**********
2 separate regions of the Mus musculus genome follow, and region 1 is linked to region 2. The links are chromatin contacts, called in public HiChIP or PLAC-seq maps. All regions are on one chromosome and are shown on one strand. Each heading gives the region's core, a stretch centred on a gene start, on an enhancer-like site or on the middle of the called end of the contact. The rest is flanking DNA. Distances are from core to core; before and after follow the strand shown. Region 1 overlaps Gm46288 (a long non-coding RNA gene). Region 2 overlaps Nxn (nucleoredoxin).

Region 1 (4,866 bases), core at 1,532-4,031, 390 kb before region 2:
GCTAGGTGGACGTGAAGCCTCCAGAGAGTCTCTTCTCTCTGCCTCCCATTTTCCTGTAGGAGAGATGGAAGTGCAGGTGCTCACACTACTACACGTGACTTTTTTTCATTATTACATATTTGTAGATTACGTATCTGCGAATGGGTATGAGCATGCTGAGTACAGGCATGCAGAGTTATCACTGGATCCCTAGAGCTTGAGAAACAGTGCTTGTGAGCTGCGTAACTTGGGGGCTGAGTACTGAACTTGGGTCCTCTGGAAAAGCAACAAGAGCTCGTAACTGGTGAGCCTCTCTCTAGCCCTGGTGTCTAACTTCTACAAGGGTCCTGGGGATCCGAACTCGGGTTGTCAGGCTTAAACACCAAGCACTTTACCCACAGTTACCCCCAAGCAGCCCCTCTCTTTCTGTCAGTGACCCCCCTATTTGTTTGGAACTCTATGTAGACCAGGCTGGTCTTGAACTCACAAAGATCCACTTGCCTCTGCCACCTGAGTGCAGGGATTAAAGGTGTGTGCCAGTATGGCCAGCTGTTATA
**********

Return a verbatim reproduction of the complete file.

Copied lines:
2 separate regions of the Mus musculus genome follow, and region 1 is linked to region 2. The links are chromatin contacts, called in public HiChIP or PLAC-seq maps. All regions are on one chromosome and are shown on one strand. Each heading gives the region's core, a stretch centred on a gene start, on an enhancer-like site or on the middle of the called end of the contact. The rest is flanking DNA. Distances are from core to core; before and after follow the strand shown. Region 1 overlaps Gm46288 (a long non-coding RNA gene). Region 2 overlaps Nxn (nucleoredoxin).

Region 1 (4,866 bases), core at 1,532-4,031, 390 kb before region 2:
GCTAGGTGGACGTGAAGCCTCCAGAGAGTCTCTTCTCTCTGCCTCCCATTTTCCTGTAGGAGAGATGGAAGTGCAGGTGCTCACACTACTACACGTGACTTTTTTTCATTATTACATATTTGTAGATTACGTATCTGCGAATGGGTATGAGCATGCTGAGTACAGGCATGCAGAGTTATCACTGGATCCCTAGAGCTTGAGAAACAGTGCTTGTGAGCTGCGTAACTTGGGGGCTGAGTACTGAACTTGGGTCCTCTGGAAAAGCAACAAGAGCTCGTAACTGGTGAGCCTCTCTCTAGCCCTGGTGTCTAACTTCTACAAGGGTCCTGGGGATCCGAACTCGGGTTGTCAGGCTTAAACACCAAGCACTTTACCCACAGTTACCCCCAAGCAGCCCCTCTCTTTCTGTCAGTGACCCCCCTATTTGTTTGGAACTCTATGTAGACCAGGCTGGTCTTGAACTCACAAAGATCCACTTGCCTCTGCCACCTGAGTGCAGGGATTAAAGGTGTGTGCCAGTATGGCCAGCTGTTATA